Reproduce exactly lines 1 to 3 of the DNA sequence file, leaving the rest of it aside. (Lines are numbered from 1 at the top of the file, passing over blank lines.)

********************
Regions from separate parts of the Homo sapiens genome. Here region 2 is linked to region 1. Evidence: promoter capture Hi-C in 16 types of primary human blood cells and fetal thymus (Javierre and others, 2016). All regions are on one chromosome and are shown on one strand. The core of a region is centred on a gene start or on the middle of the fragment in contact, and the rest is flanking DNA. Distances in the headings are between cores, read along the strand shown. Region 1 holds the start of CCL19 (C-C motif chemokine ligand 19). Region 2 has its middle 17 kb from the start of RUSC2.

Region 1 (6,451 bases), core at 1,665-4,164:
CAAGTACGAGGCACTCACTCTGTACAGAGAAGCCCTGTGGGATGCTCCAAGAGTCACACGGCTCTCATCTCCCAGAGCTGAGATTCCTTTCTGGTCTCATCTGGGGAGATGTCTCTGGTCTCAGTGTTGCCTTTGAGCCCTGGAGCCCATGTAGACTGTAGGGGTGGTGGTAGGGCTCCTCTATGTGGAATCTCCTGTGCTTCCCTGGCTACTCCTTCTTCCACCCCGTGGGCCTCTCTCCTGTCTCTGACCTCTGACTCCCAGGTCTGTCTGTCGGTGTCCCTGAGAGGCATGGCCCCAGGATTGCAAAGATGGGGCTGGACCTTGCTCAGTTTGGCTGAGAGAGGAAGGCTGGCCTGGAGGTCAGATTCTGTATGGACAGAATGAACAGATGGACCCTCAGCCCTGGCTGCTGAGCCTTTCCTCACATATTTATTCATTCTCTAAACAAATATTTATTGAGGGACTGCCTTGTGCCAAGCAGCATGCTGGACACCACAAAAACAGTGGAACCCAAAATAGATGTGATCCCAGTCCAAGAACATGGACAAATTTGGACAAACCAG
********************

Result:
Regions from separate parts of the Homo sapiens genome. Here region 2 is linked to region 1. Evidence: promoter capture Hi-C in 16 types of primary human blood cells and fetal thymus (Javierre and others, 2016). All regions are on one chromosome and are shown on one strand. The core of a region is centred on a gene start or on the middle of the fragment in contact, and the rest is flanking DNA. Distances in the headings are between cores, read along the strand shown. Region 1 holds the start of CCL19 (C-C motif chemokine ligand 19). Region 2 has its middle 17 kb from the start of RUSC2.

Region 1 (6,451 bases), core at 1,665-4,164:
CAAGTACGAGGCACTCACTCTGTACAGAGAAGCCCTGTGGGATGCTCCAAGAGTCACACGGCTCTCATCTCCCAGAGCTGAGATTCCTTTCTGGTCTCATCTGGGGAGATGTCTCTGGTCTCAGTGTTGCCTTTGAGCCCTGGAGCCCATGTAGACTGTAGGGGTGGTGGTAGGGCTCCTCTATGTGGAATCTCCTGTGCTTCCCTGGCTACTCCTTCTTCCACCCCGTGGGCCTCTCTCCTGTCTCTGACCTCTGACTCCCAGGTCTGTCTGTCGGTGTCCCTGAGAGGCATGGCCCCAGGATTGCAAAGATGGGGCTGGACCTTGCTCAGTTTGGCTGAGAGAGGAAGGCTGGCCTGGAGGTCAGATTCTGTATGGACAGAATGAACAGATGGACCCTCAGCCCTGGCTGCTGAGCCTTTCCTCACATATTTATTCATTCTCTAAACAAATATTTATTGAGGGACTGCCTTGTGCCAAGCAGCATGCTGGACACCACAAAAACAGTGGAACCCAAAATAGATGTGATCCCAGTCCAAGAACATGGACAAATTTGGACAAACCAG